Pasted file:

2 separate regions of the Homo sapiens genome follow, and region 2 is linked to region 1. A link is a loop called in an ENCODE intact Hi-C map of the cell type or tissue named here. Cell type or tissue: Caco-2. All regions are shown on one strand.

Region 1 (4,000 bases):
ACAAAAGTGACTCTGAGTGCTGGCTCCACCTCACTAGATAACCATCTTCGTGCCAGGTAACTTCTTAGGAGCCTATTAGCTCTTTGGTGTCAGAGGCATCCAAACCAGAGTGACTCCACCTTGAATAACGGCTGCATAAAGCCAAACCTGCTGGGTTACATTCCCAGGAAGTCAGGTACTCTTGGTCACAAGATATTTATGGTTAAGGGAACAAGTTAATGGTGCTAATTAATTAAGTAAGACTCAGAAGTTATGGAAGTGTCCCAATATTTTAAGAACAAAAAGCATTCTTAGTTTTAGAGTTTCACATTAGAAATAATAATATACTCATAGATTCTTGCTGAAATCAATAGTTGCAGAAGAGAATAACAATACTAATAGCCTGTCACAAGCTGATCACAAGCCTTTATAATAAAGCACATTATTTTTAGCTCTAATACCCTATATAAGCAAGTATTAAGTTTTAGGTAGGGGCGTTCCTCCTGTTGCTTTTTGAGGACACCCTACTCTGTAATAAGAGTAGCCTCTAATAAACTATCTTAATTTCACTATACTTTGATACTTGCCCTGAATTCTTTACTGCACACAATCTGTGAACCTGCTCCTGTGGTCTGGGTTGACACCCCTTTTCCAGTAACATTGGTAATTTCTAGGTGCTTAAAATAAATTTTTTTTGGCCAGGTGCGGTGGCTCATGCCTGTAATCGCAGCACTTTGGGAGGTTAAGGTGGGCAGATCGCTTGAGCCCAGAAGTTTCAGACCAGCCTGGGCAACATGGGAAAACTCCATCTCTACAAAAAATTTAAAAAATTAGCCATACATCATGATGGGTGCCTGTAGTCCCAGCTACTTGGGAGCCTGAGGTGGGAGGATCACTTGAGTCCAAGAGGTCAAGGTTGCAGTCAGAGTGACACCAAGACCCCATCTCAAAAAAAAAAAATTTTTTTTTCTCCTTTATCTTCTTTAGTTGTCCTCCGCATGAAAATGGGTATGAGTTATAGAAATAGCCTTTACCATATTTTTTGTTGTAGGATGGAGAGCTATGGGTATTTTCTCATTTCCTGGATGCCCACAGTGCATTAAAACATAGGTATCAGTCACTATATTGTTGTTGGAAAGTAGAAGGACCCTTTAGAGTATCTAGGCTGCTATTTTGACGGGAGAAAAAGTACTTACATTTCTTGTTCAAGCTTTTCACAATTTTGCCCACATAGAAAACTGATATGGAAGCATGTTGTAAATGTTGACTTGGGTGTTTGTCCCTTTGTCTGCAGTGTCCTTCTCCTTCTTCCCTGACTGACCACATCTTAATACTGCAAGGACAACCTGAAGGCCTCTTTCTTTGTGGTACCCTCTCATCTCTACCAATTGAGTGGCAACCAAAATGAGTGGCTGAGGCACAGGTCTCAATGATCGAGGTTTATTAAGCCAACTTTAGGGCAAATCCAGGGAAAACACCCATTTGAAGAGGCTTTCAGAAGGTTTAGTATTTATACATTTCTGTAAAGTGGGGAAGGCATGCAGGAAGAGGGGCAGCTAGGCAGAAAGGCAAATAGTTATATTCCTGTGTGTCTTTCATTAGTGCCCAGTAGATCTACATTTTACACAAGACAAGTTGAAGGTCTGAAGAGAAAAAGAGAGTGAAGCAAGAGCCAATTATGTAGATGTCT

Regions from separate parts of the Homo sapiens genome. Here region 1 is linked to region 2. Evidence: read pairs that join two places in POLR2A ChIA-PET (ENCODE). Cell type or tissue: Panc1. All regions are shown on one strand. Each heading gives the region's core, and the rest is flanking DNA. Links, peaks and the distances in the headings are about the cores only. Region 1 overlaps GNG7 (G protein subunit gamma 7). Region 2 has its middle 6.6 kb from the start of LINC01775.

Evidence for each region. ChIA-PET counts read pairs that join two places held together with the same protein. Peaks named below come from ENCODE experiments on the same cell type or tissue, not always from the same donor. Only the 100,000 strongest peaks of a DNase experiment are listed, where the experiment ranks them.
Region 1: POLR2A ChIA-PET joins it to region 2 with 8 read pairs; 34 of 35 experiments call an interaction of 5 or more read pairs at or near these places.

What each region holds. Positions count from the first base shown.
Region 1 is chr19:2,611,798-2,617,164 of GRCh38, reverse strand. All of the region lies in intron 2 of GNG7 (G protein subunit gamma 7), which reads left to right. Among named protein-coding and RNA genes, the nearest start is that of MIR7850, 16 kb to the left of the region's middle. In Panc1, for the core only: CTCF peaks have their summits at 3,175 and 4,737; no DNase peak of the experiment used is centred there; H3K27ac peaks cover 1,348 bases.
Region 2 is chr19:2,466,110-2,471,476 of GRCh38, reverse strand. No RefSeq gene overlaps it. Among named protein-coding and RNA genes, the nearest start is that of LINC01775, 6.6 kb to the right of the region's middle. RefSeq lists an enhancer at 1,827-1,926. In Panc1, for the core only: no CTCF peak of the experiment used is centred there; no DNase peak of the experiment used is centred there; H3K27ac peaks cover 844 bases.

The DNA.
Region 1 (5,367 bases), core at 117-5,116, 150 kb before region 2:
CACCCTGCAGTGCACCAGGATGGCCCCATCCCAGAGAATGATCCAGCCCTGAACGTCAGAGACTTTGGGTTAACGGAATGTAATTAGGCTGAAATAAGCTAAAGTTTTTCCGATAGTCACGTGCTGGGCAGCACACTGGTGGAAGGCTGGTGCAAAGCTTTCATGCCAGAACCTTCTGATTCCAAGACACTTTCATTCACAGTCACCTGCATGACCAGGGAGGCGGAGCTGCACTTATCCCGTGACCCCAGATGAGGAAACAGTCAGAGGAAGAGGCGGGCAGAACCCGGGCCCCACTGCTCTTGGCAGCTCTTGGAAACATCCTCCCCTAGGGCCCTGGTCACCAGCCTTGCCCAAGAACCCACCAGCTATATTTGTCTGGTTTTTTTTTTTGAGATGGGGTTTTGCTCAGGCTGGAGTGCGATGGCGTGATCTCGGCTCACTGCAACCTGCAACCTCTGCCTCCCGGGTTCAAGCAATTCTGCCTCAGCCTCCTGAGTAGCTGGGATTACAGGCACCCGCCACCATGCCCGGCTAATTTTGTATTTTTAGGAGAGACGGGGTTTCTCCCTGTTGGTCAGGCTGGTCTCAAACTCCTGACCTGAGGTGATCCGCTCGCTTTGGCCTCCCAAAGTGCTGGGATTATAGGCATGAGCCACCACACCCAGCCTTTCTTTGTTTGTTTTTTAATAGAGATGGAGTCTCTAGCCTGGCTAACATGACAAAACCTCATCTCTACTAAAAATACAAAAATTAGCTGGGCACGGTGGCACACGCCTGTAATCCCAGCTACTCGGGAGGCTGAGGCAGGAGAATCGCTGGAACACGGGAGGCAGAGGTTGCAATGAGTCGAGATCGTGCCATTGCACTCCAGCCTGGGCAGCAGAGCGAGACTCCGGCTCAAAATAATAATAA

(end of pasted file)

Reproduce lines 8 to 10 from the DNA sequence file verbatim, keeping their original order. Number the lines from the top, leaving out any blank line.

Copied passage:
Region 1 is chr19:2,611,798-2,617,164 of GRCh38, reverse strand. All of the region lies in intron 2 of GNG7 (G protein subunit gamma 7), which reads left to right. Among named protein-coding and RNA genes, the nearest start is that of MIR7850, 16 kb to the left of the region's middle. In Panc1, for the core only: CTCF peaks have their summits at 3,175 and 4,737; no DNase peak of the experiment used is centred there; H3K27ac peaks cover 1,348 bases.
Region 2 is chr19:2,466,110-2,471,476 of GRCh38, reverse strand. No RefSeq gene overlaps it. Among named protein-coding and RNA genes, the nearest start is that of LINC01775, 6.6 kb to the right of the region's middle. RefSeq lists an enhancer at 1,827-1,926. In Panc1, for the core only: no CTCF peak of the experiment used is centred there; no DNase peak of the experiment used is centred there; H3K27ac peaks cover 844 bases.

The DNA.